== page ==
In 1989, Sir Roger Penrose argued artificial intelligence was beyond human inventive capacity. For thirty years he’s been right. As the prospect of quantum computing dawns, is there reason to believe Penrose might finally be proven wrong?

In early October, it was announced that Sir Roger Penrose would be the joint-recipient of the 2020 Nobel Prize in Physics for his discovery that “black hole formation is a robust prediction of the general theory of relativity.” Although Penrose’s Nobel address on 10th December will be no doubt fascinating, let’s delve further back into the mists of time and examine one of his bold predictions. A prediction that, so far, has received little coverage by a media lavishing well deserved praise on this soon-to-be Nobel inductee.

Thirty years ago, Penrose dedicated an entire book to the argument that Artificial Intelligence (AI) was a physical and technological impossibility. He claimed we have neither the technological capacity, nor the understanding of human consciousness to make it a reality. Despite this cautionary tale, the planet’s three largest economic blocs (the United States, China, and the European Union), as well as the world’s largest corporations, are separately competing, investing, and striving towards this very endeavour. On the one side, we have arguably the world’s most brilliant mind, and on the other, a planet’s worth of political and economic power. The former says AI can’t and won’t happen; the latter are trying to make sure it does. It is Roger Penrose versus the world. For 30 years Penrose has been right. The question is, for how long will he retain the upper hand?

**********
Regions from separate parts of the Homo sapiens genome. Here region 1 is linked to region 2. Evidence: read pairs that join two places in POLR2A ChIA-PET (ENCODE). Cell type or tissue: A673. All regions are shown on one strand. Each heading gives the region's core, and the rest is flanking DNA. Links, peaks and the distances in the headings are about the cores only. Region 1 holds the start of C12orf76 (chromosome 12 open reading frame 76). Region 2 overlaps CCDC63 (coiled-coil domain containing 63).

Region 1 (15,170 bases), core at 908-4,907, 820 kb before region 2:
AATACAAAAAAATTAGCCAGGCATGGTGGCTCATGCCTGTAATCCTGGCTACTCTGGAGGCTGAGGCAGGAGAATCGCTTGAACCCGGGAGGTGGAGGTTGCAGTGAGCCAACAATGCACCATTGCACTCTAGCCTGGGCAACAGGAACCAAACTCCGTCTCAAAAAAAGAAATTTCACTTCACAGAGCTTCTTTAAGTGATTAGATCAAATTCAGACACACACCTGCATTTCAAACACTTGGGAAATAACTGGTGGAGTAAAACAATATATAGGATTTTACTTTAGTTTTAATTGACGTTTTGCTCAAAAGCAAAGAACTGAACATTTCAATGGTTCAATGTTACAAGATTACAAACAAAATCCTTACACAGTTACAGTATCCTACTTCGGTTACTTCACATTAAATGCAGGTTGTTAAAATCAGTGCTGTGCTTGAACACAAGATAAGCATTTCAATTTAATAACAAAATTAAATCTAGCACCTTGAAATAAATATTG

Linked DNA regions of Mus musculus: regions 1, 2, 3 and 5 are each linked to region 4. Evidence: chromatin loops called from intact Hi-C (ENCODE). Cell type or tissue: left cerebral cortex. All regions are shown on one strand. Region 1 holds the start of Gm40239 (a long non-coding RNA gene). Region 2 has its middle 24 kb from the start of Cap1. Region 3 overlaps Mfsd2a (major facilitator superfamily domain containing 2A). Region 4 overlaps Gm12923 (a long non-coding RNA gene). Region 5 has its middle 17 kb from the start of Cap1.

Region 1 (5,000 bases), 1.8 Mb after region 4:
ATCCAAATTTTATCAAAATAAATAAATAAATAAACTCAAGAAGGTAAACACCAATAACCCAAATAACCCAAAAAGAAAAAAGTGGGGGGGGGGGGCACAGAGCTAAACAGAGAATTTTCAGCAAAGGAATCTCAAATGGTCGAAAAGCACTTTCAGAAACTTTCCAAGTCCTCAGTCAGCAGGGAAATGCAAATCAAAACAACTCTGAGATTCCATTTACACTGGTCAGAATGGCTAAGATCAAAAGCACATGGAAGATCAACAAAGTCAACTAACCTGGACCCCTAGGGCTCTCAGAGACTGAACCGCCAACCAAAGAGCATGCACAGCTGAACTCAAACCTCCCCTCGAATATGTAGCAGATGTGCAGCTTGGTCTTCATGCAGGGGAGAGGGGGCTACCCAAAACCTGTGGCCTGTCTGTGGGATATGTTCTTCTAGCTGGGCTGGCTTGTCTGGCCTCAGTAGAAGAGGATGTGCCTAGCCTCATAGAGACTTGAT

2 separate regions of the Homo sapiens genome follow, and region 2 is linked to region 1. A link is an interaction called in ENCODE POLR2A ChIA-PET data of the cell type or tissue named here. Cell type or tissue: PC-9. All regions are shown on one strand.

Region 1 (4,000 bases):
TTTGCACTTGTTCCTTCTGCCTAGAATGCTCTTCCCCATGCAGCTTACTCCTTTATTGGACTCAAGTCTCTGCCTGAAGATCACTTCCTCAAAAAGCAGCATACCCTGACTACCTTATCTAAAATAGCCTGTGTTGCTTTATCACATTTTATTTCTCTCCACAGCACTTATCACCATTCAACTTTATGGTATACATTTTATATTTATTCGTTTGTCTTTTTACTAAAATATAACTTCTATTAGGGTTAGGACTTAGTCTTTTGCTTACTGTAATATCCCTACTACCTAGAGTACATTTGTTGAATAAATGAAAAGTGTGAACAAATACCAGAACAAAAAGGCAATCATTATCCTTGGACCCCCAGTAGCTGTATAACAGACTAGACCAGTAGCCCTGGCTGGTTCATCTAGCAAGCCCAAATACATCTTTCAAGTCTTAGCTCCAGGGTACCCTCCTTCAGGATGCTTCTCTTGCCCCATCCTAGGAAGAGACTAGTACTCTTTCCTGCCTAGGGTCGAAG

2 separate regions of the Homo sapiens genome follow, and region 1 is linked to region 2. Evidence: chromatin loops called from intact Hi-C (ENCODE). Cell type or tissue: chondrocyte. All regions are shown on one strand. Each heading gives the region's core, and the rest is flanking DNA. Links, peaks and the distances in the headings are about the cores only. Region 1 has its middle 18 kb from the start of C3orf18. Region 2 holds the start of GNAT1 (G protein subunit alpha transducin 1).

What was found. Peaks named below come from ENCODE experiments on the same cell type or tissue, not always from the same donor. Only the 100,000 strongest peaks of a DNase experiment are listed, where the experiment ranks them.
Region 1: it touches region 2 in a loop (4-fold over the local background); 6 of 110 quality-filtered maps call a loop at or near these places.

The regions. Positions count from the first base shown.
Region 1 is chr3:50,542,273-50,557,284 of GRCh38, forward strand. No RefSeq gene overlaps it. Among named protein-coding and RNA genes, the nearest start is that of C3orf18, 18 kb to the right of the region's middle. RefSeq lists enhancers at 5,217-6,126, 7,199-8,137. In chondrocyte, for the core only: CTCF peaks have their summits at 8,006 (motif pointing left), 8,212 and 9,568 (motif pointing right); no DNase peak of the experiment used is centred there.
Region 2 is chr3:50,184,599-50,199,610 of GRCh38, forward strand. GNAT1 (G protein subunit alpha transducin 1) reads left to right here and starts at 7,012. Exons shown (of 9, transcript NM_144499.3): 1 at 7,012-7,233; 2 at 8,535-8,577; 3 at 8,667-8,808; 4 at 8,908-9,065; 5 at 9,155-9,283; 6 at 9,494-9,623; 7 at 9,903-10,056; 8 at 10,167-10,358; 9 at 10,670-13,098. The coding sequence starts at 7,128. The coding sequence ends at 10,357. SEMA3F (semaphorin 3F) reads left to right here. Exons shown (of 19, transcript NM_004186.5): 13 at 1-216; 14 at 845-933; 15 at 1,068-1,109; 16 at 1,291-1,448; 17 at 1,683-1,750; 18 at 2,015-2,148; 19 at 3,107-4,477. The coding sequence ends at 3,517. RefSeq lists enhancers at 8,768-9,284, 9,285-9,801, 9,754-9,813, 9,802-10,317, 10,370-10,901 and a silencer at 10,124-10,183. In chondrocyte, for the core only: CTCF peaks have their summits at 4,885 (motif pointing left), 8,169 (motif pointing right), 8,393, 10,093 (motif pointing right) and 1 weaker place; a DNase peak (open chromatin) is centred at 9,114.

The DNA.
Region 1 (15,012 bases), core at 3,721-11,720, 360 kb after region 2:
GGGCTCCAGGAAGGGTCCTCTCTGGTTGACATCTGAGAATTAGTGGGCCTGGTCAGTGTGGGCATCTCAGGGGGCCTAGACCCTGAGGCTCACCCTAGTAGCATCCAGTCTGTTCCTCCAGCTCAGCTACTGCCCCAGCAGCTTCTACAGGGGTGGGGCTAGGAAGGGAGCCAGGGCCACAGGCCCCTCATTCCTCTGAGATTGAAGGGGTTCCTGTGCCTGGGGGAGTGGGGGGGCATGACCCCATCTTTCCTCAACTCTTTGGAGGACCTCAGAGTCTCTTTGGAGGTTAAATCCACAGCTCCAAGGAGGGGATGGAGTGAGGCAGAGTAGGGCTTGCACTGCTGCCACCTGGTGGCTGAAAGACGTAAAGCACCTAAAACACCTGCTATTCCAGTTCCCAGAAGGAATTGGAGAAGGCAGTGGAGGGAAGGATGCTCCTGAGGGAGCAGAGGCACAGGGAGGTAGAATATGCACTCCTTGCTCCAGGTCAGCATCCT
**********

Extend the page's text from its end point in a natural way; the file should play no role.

Penrose’s argument boils down to a belief that: (a) we don’t understand physics well enough to use it to describe our brains; (b) we don’t understand the mind well enough to create a framework capable of accommodating human consciousness; and (c) since our minds do not operate ‘computationally’ and are non-algorithmic, our intelligence, therefore, can’t be recreated by computers. In short: artificial intelligence is beyond our wit.

Since Penrose wrote The Emperor’s New Mind, however, the game has changed. There’s a new kid on the block and this technological upstart presents a genuine challenge to all three of Penrose’s assumptions. The great disrupter is of course quantum computing. If – and this is a big if – one of these powerful corporate or state actors pursuing the development of a quantum computer succeeds, artificial intelligence becomes a very real possibility.

You see, quantum computing leads to AI in a way that conventional computing does not. Unlike conventional computing, quantum computers are non-binary. Even the most advanced super computer sends and receives instructions based on bytes expressed as a series of 0s and 1s passing through some kind of a gate. A quantum computer, on the other hand, leverages instantaneous correlations across the system, while exploiting quantum bits (qubits) that can be 0 and 1 at the same time! The computational entities within a quantum computer are both entangled and in superposition. The resulting quantum device would be able to “demonstrate the resolution of a problem that, with current techniques on a supercomputer, would take longer than the age of the universe.” It follows that once we have a quantum computer, we’ll soon achieve AI since we would possess a framework capable of resolving a problem as complex, dynamic, and interrelated as human consciousness.

But there’s a snag. A pretty fundamental snag. In the end, we may never get a quantum computer…